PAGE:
Wednesday, March 12, 2008

Wednesday of Passion Week


GOSPEL. ST. JOHN x, 22-38.

(The Divinity of Jesus and His First Word on the Cross.)

At that time: It was the feast of the Dedication at Jerusalem: and it was winter. And Jesus walked in the temple, in Solomon’s porch. The Jews therefore came round about Him, and said to Him: How long dost Thou hold our souls in suspense? If Thou be the Christ, tell us plainly. Jesus answered them: I speak to you and you believe not: the works that I do in the name of My Father, they give testimony of Me. But you do not believe: because you are not of My sheep. My sheep hear My voice: and I know them, and they follow Me. And I give them life everlasting, and they shall not perish forever, and no man shall pluck them out of My hand. That which My Father hath given me, is greater than all: and no man can snatch them out of the hand of My Father. I and the Father are one. The Jews then took up stones to stone Him. Jesus answered them: Many good works have I showed you from My Father; for which of these works do you stone Me? The Jews answered Him: For a good work we stone Thee not, but for blasphemy; and because that Thou being a man, makest Thyself God. Jesus answered them: is it not written in your law: I said, you are gods? If He called them gods, to whom the word of God was spoken, and the Scripture cannot be broken: do you say of Him, Whom the Father hath sanctified and sent into the world: Thou blasphemeth, because I said, I am the Son of God? If I do not the works of My Father, believe Me not. But if I do, though you will not believe Me, believe the works: that you may know and believe that the Father is in Me, and I in the Father.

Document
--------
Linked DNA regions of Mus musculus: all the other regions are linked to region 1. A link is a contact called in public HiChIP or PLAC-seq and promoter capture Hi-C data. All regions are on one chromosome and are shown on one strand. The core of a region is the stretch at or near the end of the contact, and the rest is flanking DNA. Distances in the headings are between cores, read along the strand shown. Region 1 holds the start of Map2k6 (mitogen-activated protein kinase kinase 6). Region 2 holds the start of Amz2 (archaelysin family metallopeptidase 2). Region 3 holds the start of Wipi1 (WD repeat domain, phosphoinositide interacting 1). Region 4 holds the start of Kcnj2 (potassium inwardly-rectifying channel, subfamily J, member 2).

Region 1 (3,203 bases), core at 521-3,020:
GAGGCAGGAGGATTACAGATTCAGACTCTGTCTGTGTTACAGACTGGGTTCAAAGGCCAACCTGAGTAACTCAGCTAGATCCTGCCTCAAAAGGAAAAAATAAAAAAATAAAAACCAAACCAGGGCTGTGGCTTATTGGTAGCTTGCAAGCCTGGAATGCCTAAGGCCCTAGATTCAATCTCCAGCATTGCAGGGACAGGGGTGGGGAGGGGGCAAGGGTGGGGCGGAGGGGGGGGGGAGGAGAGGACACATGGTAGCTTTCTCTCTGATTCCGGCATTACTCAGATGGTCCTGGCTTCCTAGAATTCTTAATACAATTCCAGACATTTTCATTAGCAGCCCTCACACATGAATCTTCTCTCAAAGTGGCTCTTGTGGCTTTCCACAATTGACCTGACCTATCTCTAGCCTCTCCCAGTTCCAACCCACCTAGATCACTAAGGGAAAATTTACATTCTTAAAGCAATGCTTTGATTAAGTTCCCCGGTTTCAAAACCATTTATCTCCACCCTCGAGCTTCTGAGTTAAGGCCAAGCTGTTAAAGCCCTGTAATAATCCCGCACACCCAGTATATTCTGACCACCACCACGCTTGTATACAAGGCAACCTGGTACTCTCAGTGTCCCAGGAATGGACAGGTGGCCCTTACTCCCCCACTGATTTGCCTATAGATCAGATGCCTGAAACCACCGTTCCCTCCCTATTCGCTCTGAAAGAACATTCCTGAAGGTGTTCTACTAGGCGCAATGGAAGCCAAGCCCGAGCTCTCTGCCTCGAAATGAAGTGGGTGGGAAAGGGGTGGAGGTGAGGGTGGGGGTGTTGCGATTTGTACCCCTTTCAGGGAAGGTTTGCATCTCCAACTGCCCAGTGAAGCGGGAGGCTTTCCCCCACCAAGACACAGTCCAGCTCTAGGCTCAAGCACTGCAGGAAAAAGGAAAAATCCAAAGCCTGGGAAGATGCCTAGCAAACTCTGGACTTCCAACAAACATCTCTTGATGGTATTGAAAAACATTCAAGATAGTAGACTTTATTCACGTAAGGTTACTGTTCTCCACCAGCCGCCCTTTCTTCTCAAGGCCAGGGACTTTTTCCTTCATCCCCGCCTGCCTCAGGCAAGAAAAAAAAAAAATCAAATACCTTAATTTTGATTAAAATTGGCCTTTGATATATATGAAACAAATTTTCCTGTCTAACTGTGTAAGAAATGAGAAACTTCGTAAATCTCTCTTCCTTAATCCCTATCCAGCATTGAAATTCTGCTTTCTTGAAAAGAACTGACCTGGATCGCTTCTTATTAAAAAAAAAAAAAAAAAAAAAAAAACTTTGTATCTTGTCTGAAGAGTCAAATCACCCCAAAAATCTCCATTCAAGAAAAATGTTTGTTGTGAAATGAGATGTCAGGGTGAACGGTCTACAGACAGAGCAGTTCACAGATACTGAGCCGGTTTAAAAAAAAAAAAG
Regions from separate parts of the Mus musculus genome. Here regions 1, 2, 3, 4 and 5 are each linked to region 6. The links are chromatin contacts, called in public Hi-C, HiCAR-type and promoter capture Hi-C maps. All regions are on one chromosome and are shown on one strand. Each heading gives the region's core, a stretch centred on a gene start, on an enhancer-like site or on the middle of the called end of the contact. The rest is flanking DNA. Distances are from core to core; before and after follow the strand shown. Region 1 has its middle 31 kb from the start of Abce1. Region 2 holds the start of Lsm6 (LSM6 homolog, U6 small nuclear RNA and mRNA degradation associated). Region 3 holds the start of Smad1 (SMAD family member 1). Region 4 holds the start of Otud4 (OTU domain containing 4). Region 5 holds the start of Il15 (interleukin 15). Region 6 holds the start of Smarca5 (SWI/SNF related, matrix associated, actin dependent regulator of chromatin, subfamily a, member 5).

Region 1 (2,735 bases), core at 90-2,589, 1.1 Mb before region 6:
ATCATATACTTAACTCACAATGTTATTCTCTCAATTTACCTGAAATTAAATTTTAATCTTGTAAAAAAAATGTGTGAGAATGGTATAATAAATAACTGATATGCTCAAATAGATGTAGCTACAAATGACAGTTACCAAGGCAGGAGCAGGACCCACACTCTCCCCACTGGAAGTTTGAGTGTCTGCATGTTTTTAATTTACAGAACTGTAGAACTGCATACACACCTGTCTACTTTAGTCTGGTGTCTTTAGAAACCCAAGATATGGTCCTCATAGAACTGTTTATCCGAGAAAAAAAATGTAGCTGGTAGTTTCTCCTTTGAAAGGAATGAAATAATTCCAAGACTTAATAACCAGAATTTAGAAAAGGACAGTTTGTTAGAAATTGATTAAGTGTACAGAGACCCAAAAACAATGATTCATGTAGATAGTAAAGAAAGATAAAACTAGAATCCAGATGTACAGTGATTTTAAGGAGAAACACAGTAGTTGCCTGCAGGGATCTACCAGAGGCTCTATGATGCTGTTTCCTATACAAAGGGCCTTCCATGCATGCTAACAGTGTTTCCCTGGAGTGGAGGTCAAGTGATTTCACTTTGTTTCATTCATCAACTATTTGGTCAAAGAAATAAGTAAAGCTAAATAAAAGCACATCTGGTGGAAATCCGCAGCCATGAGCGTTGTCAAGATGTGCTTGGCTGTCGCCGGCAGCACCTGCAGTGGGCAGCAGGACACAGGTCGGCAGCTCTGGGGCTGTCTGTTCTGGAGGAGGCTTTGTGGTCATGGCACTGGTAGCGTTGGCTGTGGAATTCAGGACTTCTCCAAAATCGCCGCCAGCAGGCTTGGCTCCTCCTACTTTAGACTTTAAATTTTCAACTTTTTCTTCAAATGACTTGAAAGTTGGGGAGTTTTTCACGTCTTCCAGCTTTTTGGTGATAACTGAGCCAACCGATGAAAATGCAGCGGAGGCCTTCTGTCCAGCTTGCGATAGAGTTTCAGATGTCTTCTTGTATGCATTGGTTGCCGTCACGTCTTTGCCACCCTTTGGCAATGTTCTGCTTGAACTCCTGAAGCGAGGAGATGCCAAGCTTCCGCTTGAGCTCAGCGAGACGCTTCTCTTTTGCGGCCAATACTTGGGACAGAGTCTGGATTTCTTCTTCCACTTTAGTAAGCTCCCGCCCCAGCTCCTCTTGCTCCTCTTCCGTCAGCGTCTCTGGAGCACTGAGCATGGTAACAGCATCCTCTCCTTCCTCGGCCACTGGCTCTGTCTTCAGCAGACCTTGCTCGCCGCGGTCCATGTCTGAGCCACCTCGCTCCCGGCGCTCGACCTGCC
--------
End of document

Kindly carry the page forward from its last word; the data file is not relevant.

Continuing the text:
How clearly and distinctly Jesus reveals His divinity in this gospel. And they wish to stone Him, instead of adoring Him. He refers to His divine works which unmistakably prove His divinity. And men nail the Son of God to a cross. Now, does Jesus, on the cross, ask His heavenly Father to hurl the thunderbolts of His justice upon the deicides, to make known His divinity and to cover His enemies with everlasting shame? No, Christian soul, and this is the most glorious proof of the divinity of Jesus Christ, as soon as He is raised upon the cross, hanging between heaven and earth, He turns His eyes toward heaven and exclaims: "Father forgive them, for they know not what they do." It was not without reason that He taught us, poor sinners, to say in the Lord s prayer: "Forgive us our trespasses as we forgive those who trespass against us."

Examine yourself now, and reflect, O Christian soul, that the innocent Savior, Who was abused to the utmost, prays for His deadly enemies, excuses them, and palliates their guilt, and you? Perhaps for a long time you have borne in your heart hatred and revenge toward your fellow men whose offences may not be so grievous as you imagine; or you magnify their faults by imputing to them motives which they perhaps never entertained. Remember, as Christ s prayer on the cross for His enemies is an excellent proof of His divinity, so your love for your enemy is the proof and measure of your Christianity.


Sanctify this fast, O God, and mercifully enlighten the hearts of Thy faithful; and to those upon whom Thou bestowest the grace of devotion, lend a merciful ear to their prayers.

O Jesus, true Son of the living God, as Thou, on the tree of the holy cross, prayed for Thy enemies, and taught us to pray to Thy heavenly Father to forgive us as we forgive those who trespass against us; grant us the grace that, out of love for Thee, we may always forgive, from the bottom of our hearts, all those that have done evil to us, that we may pray for them and do all the good we can for them, in imitation of Thy holy example. Amen.

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